A dhunuchi is an earthen pot with a funnel base and an open top. Burning coconut shells is put inside and then powdered incense, known as Dhuno (powdered smoke producing incense), is poured over it to create the atmosphere. A sweet smelling thick white smoke spreads and engulfs your senses. Then with the Dhakis and their drum beats, the Dhunuchi dancers balance the earthen pots, with the base delicately placed on their palms, between their teeth or on foreheads. They then dance to the drum beats with the burning Dhunuchis. The deep percussion of the dhaak, embellished sometimes with long white or multi-colored feathers, and rhythmic movement of the dhaakis, is inseparable part of the Durga Puja celebrations.

As the dancer performed his steps I stared at the goddess’s face for a good five minutes. The face visible through a miasma of smoke seemed to be bursting with life. The iridal dark-brown of the goddesses eyes seem to shine with majestic brilliance, the margaric smile that lined her lips, frozen, seemed to dilate with vitality. For a moment I felt transported, elevated into a different hemisphere, into a spiritual limbo where I heard nothing but the drum beats and saw nothing but the three glittering eyes of the earthen goddess.

After taking a full dose of cultural ecstasy, indulging in finger-licking good food, and spending time with loved ones, I witnessed the finale of the festive season. Vijaya Dasmi, the last day of the Durga Puja sung the farewell paean. On the eve of her sendoff, the goddess was smeared with vermillion, fed sweets and entreated to come back once again the following year.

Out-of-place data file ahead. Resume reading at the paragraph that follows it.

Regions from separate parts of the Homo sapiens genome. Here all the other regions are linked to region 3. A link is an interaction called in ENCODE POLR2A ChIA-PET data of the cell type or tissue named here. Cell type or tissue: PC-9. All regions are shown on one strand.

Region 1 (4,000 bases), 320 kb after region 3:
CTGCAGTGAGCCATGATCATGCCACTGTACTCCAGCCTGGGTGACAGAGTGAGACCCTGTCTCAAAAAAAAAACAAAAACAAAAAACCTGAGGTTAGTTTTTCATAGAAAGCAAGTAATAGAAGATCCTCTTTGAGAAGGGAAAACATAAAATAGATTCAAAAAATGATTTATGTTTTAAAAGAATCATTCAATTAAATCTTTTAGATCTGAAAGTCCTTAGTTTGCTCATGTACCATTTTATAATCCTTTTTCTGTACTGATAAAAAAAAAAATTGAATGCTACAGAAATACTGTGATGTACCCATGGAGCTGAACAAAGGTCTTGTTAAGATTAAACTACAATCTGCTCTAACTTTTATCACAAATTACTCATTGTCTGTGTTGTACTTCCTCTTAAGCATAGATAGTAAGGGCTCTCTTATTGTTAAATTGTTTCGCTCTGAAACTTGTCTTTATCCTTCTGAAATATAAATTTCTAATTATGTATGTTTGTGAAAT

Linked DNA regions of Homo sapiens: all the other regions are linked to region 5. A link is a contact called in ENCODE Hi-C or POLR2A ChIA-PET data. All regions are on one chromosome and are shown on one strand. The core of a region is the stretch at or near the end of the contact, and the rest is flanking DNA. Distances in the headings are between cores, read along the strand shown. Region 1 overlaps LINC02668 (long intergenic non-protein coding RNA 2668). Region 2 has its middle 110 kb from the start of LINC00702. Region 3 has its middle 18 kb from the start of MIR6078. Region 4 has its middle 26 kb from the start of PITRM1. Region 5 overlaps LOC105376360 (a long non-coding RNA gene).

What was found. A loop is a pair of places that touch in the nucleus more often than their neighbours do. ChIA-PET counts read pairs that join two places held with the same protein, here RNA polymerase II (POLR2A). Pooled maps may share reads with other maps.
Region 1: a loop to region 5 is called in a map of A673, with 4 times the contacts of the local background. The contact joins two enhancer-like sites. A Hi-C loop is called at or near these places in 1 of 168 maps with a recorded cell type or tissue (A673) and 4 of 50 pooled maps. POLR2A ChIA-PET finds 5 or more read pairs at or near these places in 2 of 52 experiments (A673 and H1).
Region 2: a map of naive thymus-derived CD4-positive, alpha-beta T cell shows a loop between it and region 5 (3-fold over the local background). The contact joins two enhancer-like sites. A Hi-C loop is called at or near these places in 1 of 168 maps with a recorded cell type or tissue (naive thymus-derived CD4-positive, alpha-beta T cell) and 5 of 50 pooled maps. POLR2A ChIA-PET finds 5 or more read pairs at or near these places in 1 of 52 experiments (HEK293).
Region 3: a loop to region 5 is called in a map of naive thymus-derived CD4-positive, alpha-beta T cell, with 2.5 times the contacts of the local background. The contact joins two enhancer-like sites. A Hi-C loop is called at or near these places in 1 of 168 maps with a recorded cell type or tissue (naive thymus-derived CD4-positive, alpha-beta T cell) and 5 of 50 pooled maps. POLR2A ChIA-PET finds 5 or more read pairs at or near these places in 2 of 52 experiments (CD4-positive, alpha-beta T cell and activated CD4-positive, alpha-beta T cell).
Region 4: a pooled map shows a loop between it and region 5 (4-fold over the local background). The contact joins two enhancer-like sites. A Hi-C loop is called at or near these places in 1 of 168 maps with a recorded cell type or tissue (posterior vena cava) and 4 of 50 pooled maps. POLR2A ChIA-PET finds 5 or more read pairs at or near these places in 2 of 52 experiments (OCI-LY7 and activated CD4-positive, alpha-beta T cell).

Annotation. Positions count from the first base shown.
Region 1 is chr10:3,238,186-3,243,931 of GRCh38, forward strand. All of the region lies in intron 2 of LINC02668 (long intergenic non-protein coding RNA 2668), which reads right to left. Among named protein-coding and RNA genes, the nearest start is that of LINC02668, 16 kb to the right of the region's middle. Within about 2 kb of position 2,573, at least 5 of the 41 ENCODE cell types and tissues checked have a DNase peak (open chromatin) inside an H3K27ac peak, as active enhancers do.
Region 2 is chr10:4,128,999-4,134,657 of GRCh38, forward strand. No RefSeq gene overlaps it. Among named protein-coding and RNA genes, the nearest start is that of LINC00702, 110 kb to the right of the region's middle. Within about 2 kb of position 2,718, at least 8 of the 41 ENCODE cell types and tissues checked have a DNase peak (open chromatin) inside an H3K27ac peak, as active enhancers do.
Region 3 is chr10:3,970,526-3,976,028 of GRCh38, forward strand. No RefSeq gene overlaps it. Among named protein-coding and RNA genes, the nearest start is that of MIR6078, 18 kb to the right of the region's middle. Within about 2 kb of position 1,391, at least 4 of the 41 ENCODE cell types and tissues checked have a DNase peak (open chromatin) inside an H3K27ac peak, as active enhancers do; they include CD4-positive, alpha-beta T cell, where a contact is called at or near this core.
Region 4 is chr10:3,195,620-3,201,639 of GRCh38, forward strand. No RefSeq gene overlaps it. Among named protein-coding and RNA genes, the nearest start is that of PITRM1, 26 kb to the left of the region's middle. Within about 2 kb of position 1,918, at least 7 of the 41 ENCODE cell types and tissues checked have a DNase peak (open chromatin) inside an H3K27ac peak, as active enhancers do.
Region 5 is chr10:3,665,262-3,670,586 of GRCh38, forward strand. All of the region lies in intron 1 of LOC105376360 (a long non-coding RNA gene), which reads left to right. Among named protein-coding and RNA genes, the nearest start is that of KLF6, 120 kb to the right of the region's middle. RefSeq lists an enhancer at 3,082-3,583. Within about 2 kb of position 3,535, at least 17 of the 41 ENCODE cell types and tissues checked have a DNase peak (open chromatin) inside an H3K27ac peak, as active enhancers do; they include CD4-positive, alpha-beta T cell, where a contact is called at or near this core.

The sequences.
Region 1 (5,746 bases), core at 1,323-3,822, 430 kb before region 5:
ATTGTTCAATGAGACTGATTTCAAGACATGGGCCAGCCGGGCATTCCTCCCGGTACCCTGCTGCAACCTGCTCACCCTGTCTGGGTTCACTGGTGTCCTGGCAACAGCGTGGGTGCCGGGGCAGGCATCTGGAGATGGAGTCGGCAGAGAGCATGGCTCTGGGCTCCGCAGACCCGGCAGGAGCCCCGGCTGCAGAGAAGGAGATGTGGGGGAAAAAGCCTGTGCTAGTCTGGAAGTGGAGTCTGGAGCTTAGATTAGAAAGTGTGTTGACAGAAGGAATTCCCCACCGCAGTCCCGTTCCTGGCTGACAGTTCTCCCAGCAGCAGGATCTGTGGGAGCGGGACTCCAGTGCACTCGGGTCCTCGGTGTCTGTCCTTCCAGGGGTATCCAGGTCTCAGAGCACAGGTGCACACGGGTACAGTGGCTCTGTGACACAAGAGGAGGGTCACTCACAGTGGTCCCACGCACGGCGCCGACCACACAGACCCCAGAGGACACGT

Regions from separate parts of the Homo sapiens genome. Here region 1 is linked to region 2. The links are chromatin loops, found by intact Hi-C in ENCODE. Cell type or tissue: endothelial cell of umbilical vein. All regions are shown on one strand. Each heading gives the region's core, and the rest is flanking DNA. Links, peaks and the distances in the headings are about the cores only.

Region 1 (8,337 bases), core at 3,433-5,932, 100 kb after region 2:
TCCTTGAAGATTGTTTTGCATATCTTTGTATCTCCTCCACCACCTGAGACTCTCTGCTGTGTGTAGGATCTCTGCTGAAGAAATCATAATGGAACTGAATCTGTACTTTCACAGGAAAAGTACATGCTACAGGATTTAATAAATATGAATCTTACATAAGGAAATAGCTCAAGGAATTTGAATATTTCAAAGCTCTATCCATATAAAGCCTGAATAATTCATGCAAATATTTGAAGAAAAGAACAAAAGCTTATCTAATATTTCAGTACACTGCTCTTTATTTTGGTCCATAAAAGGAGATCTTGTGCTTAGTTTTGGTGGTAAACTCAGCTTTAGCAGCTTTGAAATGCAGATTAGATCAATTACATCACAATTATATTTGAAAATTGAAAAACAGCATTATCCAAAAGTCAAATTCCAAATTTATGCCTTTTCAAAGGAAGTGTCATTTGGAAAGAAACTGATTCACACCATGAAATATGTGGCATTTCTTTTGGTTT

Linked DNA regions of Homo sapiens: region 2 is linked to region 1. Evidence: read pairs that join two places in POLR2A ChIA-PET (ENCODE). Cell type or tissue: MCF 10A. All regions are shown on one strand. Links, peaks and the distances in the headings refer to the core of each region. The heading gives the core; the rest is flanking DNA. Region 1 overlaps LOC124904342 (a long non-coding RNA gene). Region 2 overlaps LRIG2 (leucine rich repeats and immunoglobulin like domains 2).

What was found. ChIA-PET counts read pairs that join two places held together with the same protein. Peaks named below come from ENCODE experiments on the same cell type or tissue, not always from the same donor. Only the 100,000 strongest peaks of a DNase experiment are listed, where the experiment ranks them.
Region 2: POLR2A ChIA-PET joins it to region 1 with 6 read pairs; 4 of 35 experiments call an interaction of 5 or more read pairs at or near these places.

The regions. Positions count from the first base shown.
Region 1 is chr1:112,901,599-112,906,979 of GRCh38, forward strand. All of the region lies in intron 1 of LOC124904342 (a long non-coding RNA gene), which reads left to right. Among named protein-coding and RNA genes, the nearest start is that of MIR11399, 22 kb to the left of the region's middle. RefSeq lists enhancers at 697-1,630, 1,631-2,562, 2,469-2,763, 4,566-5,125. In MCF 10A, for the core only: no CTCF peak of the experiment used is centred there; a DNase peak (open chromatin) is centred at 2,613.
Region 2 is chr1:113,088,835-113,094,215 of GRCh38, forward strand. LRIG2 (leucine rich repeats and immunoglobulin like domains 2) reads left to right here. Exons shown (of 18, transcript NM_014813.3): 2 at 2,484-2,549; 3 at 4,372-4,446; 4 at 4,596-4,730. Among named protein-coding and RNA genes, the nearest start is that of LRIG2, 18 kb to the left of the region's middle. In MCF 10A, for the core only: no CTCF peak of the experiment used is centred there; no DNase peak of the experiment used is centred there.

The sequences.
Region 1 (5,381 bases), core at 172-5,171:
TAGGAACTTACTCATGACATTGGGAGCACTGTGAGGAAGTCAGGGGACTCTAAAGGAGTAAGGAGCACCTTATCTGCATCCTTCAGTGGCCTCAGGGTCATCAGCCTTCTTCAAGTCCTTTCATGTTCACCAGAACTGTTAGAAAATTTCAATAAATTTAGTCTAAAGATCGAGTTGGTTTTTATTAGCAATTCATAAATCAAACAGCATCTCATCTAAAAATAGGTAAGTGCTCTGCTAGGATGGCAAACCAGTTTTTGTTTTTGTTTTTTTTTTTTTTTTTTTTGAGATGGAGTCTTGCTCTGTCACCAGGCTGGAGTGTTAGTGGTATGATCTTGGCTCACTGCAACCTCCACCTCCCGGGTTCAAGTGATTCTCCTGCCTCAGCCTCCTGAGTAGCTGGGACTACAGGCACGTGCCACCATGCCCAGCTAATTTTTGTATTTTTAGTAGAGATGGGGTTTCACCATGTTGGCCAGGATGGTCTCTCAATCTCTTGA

Bidding the goddess adieu

At the epilogue of the saga, the four days of fun and frolic, of pandal-hopping and puja greetings struck me as some photic illusion. Married women with faces and partings rubescent with vermillion, children still under the hypnotic state of joy, young men who had to return to work, and geriatrics who couldn’t wait to get their children and grandchildren back the coming year all bade the beloved Devi Durga goodbye with tears in their eyes. I too joined the crowd and prayed for divine mercy and hoped to re-indulge in the season of celebration the upcoming year.

“Asche bochor abar hobe” (It'll happen again next year)!!

Non-English Words Used in the Blog-post:

1.      Dhaak— drum
2.      Saptami, astami, navami, vijaya dasami— four days of Durga Puja
3.      Durga puja — The worship of Goddess Durga, a Hindu festival. To know more about it you may read: